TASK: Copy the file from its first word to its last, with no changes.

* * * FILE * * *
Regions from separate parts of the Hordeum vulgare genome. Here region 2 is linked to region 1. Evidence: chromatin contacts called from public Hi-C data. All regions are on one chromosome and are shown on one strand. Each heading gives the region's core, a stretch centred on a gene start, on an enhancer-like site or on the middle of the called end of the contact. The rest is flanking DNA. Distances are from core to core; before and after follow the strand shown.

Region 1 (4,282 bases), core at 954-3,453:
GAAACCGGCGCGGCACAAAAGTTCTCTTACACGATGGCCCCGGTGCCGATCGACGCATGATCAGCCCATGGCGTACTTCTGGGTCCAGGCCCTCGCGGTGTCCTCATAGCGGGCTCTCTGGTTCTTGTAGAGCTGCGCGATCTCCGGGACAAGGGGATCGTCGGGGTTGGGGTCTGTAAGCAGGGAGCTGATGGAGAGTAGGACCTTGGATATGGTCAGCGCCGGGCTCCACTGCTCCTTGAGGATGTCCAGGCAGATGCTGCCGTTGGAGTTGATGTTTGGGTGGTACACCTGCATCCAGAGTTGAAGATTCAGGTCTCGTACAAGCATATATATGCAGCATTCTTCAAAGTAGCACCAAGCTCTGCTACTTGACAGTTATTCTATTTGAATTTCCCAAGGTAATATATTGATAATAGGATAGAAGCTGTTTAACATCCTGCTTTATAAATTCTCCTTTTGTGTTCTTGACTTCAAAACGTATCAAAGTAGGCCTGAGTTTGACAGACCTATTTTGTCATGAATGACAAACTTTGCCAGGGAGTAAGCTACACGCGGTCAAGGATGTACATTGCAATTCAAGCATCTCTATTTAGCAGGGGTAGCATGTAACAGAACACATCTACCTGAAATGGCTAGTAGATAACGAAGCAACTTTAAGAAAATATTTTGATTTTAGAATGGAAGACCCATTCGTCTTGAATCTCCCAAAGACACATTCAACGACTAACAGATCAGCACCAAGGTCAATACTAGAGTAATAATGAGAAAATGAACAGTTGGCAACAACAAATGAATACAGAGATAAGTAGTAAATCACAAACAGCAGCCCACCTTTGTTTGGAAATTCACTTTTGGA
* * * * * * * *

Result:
Regions from separate parts of the Hordeum vulgare genome. Here region 2 is linked to region 1. Evidence: chromatin contacts called from public Hi-C data. All regions are on one chromosome and are shown on one strand. Each heading gives the region's core, a stretch centred on a gene start, on an enhancer-like site or on the middle of the called end of the contact. The rest is flanking DNA. Distances are from core to core; before and after follow the strand shown.

Region 1 (4,282 bases), core at 954-3,453:
GAAACCGGCGCGGCACAAAAGTTCTCTTACACGATGGCCCCGGTGCCGATCGACGCATGATCAGCCCATGGCGTACTTCTGGGTCCAGGCCCTCGCGGTGTCCTCATAGCGGGCTCTCTGGTTCTTGTAGAGCTGCGCGATCTCCGGGACAAGGGGATCGTCGGGGTTGGGGTCTGTAAGCAGGGAGCTGATGGAGAGTAGGACCTTGGATATGGTCAGCGCCGGGCTCCACTGCTCCTTGAGGATGTCCAGGCAGATGCTGCCGTTGGAGTTGATGTTTGGGTGGTACACCTGCATCCAGAGTTGAAGATTCAGGTCTCGTACAAGCATATATATGCAGCATTCTTCAAAGTAGCACCAAGCTCTGCTACTTGACAGTTATTCTATTTGAATTTCCCAAGGTAATATATTGATAATAGGATAGAAGCTGTTTAACATCCTGCTTTATAAATTCTCCTTTTGTGTTCTTGACTTCAAAACGTATCAAAGTAGGCCTGAGTTTGACAGACCTATTTTGTCATGAATGACAAACTTTGCCAGGGAGTAAGCTACACGCGGTCAAGGATGTACATTGCAATTCAAGCATCTCTATTTAGCAGGGGTAGCATGTAACAGAACACATCTACCTGAAATGGCTAGTAGATAACGAAGCAACTTTAAGAAAATATTTTGATTTTAGAATGGAAGACCCATTCGTCTTGAATCTCCCAAAGACACATTCAACGACTAACAGATCAGCACCAAGGTCAATACTAGAGTAATAATGAGAAAATGAACAGTTGGCAACAACAAATGAATACAGAGATAAGTAGTAAATCACAAACAGCAGCCCACCTTTGTTTGGAAATTCACTTTTGGA